Though picturesque, they are also perilous: the tracks are still in use and most days visitors must scramble for safety as the daily train rumbles through the narrow streets.
But for many, the thrill of dodging a speedy train is part of the appeal.
"It was amazing but scary in the same sense, a little bit overwhelming being so close to the train," Australian tourist Michelle Richards told AFP.
The tracks were first built by former colonial rulers France who used the railway to transport goods and people across Vietnam, which was then part of Indochina, along with Laos and Cambodia.
During the war against US imperialists, parts of the railway were badly damaged by American bombs that rained down on the communist-ruled north.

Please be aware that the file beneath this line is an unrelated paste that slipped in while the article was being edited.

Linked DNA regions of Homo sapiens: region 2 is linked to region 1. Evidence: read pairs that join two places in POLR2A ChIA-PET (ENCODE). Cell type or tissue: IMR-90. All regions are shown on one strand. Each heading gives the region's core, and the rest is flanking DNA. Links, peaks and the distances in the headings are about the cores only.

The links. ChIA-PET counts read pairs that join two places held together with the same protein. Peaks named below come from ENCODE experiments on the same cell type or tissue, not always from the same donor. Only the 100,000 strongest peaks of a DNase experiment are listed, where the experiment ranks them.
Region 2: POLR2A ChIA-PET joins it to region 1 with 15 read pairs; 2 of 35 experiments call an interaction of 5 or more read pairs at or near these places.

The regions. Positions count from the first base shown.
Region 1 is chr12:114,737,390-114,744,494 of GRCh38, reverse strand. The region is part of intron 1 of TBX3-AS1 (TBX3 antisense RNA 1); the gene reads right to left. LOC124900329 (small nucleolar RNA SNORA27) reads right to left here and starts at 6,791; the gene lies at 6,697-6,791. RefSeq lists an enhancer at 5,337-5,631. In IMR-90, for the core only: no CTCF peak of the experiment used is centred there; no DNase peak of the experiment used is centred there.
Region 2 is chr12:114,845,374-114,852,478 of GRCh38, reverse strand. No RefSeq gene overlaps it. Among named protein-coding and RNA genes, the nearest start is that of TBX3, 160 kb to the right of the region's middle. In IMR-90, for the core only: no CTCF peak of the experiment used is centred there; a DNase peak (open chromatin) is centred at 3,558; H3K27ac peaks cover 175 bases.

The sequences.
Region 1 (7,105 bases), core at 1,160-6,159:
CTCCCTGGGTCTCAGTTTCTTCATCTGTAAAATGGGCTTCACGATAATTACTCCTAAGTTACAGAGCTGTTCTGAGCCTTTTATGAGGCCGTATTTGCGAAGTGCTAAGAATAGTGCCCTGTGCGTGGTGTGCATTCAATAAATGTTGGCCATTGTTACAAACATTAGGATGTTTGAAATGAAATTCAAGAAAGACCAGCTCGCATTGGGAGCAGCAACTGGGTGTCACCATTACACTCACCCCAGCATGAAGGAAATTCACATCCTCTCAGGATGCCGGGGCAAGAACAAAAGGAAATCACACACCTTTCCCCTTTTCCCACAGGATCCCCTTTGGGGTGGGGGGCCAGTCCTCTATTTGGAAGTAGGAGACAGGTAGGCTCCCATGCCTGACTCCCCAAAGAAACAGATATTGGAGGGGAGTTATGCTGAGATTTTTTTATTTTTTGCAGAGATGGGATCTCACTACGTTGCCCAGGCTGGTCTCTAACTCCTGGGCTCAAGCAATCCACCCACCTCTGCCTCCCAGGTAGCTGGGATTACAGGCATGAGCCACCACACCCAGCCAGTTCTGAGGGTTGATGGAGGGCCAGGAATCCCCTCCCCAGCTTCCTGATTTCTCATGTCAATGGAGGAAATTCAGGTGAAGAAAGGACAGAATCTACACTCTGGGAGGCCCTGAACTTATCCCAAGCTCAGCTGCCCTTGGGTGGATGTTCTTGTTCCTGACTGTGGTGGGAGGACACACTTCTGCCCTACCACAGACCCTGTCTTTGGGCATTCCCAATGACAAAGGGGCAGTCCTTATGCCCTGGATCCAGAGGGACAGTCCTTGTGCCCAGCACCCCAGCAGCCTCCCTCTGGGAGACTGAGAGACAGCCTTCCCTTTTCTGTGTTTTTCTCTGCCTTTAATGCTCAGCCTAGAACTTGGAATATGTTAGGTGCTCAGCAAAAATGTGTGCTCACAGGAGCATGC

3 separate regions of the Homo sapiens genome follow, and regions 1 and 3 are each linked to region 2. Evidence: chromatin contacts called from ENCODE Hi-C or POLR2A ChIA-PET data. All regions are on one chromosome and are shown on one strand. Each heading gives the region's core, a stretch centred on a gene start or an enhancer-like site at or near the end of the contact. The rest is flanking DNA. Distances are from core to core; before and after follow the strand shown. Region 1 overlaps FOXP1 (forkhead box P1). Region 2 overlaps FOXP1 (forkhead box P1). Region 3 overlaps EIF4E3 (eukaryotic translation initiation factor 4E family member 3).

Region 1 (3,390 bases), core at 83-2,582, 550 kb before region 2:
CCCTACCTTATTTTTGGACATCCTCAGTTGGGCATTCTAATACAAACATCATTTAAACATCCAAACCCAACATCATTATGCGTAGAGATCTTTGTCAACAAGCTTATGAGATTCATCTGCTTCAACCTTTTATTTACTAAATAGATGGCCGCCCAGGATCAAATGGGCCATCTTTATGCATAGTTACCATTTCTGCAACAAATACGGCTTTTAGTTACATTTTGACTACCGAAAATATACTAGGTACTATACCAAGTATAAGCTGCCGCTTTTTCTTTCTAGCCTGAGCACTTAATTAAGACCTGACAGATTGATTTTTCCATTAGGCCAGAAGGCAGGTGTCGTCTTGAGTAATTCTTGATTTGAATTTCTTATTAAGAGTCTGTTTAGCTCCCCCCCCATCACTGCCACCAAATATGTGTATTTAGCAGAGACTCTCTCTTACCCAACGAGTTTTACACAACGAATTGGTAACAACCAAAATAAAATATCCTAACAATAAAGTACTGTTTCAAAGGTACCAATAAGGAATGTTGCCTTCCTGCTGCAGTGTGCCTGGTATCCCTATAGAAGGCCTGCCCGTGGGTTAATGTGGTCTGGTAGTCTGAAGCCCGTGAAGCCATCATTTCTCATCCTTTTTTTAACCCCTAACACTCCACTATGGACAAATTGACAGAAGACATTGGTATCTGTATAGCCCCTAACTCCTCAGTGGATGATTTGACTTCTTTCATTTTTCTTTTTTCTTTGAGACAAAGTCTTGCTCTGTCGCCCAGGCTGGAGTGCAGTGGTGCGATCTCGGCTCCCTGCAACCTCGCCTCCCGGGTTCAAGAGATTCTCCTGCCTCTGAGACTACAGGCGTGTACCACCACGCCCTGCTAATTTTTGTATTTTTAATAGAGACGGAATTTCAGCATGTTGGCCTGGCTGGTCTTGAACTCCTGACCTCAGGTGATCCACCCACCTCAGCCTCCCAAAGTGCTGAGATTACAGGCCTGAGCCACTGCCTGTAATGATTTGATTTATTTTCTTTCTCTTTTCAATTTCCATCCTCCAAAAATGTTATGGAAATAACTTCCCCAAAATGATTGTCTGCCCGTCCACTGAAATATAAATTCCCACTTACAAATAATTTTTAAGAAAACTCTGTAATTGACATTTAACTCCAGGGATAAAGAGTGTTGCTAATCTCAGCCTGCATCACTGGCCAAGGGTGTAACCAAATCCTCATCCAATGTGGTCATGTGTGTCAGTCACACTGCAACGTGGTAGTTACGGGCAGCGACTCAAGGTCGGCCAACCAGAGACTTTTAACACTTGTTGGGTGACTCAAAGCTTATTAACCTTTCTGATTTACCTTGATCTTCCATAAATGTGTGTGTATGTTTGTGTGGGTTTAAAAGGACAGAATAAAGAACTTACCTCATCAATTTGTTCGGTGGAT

Today the original metre-gauge tracks are still a mode of transport for tourists and travellers seeking a cheaper option.
But in the past few years, visitors to Hanoi have seized upon their photographic possibilities.
Hemmed in by houses and cafes, the tracks offer a unique charm for budding travel photographers and a business opportunity for makeshift cafe owners who have set up shops.
"It's got a really weird charm. You've got flowers from the balcony coming down, you've got buildings which are very old and close to each other. You see people here living close to the train tracks,” Hong Kong tourist Edward Tsim said.
As the train rumbles into view, everyone clears the tracks and pulls their phones out to capture the scene.
"It felt like waiting for Christmas... and when it arrived, wow, it was something else," British tourist Paul Hardiman said. "Well worth the wait."